The headwaters of some mighty rivers, the Kikori, the Erave and the Strickland cross Southern Highlands Province. White water tumbles through limestone gorges and lush high valleys. It is a particularly beautiful province, remote and underdeveloped, where traditional cultures survive.
The climate in the south west of the province, at lower altitudes like Lake Kutubu, is humid and semitropical. But at higher altitudes, the provincial capital Mendi lies at 1,400 metres above sea level. Temperatures are lower and some areas are prone to sudden severe frosts which are calamitous for food and cash crops. Food gardens and cash crops were destroyed in 1994 by frost and by natural disasters, flood, landslide and drought.
Most of the natural vegetation is rainforest, with alpine woods and grasslands above 3,000 metres. Swamps occur at all levels. More than 60% of the province is still covered in forest. People’s subsistence activities (cutting for gardens) inevitably change the natural appearance of this vegetation. More recently, economic and social alterations of infrastructure, especially from mineral resource developments, will change it more radically.
The Southern Highlands had a population of 317,437 in the 1990 census. That indicates a tremendous increase in 10 years, which concerns the provincial government. There is already pressure for land. There are also many young unproductive people who demand more goods and services. Until very recently people were engaged solely in a subsistence economy, the introduction of a modern cash economy has had a tremendous impact on their lives.
The development of mineral resources at Kutubu, Kare and to some extent Porgera drew skilled and unskilled to the mines and left only a skeleton productive labour force back in the villages. While the benefits in terms of employment opportunities, business spin-offs and infrastructure have to be acknowledged, so do the bad effects: creeping inflation, prostitution, drunkenness, robbery and pollution. In the future the Southern Highlands government is going to insist on long term strategic plans to counteract these negative effects of mineral resource explorations and developments. In the short term it has declared a total liquor ban and established a high-powered Peace and Good Order Committee.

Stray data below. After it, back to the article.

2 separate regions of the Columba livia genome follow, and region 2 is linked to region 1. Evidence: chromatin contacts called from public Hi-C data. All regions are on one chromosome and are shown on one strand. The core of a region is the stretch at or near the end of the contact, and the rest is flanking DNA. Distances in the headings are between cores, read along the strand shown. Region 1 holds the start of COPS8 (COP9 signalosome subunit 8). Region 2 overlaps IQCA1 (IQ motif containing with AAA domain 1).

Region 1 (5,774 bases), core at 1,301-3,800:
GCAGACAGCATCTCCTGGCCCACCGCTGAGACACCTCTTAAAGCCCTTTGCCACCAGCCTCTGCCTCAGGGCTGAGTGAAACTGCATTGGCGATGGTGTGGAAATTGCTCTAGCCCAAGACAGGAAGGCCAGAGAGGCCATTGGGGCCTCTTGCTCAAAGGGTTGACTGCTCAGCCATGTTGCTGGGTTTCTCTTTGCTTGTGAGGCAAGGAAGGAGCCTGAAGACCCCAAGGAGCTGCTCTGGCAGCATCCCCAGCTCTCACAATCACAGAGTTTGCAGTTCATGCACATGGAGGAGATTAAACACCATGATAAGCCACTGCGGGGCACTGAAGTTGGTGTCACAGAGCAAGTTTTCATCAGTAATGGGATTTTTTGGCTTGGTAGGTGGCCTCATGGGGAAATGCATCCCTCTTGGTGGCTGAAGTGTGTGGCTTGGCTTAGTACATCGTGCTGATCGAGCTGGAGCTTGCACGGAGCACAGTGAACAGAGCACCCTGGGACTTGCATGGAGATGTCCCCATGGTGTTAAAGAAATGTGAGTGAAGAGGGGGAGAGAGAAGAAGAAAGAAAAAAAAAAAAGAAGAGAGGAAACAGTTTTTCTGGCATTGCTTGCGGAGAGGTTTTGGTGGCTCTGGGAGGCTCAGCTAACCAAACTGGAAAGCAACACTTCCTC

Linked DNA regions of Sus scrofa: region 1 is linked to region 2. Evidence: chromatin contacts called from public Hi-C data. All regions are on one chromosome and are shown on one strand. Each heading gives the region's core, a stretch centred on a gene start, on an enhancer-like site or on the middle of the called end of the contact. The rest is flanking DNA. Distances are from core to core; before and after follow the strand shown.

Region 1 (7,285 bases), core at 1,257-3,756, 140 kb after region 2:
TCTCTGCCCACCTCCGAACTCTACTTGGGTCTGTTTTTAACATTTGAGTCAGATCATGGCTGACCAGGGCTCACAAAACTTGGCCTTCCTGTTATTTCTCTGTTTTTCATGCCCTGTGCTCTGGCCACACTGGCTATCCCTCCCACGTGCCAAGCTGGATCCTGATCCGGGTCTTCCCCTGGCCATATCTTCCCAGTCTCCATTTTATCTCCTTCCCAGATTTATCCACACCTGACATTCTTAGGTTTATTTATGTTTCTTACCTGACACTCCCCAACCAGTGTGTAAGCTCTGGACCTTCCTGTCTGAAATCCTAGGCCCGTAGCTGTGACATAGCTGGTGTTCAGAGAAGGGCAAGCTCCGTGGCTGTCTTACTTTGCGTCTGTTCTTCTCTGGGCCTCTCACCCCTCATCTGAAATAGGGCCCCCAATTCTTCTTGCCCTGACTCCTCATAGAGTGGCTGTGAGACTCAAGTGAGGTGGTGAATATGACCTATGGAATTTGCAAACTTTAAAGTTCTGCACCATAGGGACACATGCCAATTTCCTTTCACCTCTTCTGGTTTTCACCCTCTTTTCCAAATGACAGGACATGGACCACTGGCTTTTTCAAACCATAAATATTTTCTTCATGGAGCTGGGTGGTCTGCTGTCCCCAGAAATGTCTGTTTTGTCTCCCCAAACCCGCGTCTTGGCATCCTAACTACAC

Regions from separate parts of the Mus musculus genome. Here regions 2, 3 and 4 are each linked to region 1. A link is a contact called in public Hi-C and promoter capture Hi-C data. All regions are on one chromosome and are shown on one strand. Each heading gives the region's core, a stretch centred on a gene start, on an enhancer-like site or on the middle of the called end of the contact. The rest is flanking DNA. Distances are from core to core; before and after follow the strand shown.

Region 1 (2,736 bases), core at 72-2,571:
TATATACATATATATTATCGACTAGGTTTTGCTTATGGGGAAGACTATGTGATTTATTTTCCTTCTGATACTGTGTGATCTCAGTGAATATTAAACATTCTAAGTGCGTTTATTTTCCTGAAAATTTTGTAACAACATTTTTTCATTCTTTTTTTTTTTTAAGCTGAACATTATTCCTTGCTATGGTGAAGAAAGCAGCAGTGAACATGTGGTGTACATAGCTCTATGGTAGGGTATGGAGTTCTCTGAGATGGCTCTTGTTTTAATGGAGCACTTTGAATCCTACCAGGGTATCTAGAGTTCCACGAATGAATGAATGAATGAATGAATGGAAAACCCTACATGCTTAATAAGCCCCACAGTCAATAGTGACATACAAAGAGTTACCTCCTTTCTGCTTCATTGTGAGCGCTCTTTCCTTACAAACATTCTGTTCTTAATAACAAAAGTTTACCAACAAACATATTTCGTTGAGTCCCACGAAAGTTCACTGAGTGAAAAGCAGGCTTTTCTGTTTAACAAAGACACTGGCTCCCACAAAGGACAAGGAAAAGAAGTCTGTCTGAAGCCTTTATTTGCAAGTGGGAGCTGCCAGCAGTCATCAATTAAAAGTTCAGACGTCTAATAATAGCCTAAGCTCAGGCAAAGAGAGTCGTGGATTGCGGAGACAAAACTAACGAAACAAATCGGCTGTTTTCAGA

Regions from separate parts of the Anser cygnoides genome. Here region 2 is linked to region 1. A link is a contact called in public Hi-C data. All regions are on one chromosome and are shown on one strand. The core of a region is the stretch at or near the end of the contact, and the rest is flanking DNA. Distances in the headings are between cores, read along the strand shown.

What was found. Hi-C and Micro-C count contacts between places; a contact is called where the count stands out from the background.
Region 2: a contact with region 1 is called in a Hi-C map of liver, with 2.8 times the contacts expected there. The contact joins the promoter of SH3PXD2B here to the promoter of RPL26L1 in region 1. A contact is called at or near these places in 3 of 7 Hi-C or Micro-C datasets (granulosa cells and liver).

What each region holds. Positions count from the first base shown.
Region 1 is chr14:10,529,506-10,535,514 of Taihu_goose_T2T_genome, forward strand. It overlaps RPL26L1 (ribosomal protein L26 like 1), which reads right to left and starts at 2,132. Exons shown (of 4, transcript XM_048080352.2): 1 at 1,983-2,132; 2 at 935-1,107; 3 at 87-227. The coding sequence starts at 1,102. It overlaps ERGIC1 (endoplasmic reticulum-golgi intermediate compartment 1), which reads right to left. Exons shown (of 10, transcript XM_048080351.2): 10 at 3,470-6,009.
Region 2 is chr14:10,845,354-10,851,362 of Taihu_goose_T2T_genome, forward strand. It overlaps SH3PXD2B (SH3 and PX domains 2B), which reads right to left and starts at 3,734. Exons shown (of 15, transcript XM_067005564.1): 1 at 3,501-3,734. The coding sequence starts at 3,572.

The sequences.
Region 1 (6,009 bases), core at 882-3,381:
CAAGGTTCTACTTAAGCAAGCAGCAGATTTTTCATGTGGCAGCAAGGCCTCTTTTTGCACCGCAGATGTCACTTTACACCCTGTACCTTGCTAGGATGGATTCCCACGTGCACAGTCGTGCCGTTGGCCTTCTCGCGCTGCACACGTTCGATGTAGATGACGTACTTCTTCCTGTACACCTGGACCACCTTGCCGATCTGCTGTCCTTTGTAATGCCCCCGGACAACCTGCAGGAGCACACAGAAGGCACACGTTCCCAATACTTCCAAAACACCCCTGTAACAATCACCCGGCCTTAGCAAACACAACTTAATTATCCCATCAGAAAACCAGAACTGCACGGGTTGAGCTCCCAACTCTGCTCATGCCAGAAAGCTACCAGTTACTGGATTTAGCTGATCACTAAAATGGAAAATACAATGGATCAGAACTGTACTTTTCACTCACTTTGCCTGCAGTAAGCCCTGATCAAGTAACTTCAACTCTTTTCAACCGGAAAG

The Provincial government has pushed through a five year development plan which it hopes will accommodate both economic development and social expansion. Services should be distributed equally to the people of the Southern Highlands. The maintenance of traditional family values to create a sense of belonging and responsibility among all family members must be encouraged. Village level health schemes and Child Survival Programmes have been welcomed. Many of these goals are being achieved despite downturns in resource allocations and government cash flow problems.
When Europeans first came to the Southern Highlands in the 1930’s, they called it a Papuan wonderland. When they found the lovely Lavani Valley in the 1950’s, they talked of lost Shangri-la. There is something very attractive about the area. Since the 1970’s there have been roads and bridges built by the Australian Army Engineering team. It also has the Highlands highway. There are several airstrips which connect the area with the rest of PNG.
The people live in scattered hamlets, grow sweet potatoes for their staple food, have ceremonial exchanges of pigs, cassowaries and other valuables. They use intensive farming methods to grow food including beans, sugar-cane, pit-pit, bananas and greens. They treasure the coconut flavoured karuka (Highlands pandanus) nuts. Houses are built on the ground with walls of wood slabs or mud to keep out the cold.
Visitors to the area may well stay in one of ecotourism’s most successful ventures, the Ambua Lodge at Tari. From there they are invited into the settlements of the Huli people who inhabit the Tari valley. There are 38,000 Huli. They have many striking characteristics but certainly the most photographed are the Huli wigmen. Huli men’s wigs are great head-pieces of human hair decorated with feathers and flowers. The wigs are grown and made to mark the transition from boyhood to manhood. Traditionally Huli men were warriors, they lived apart from women. Indeed they distrusted and feared women who were considered a source of sickness and debility. Huli men still dress up, put on paint and oils and paraded themselves. Tourism has encouraged them. The Huli men leave a bright imprint in every visitors mind.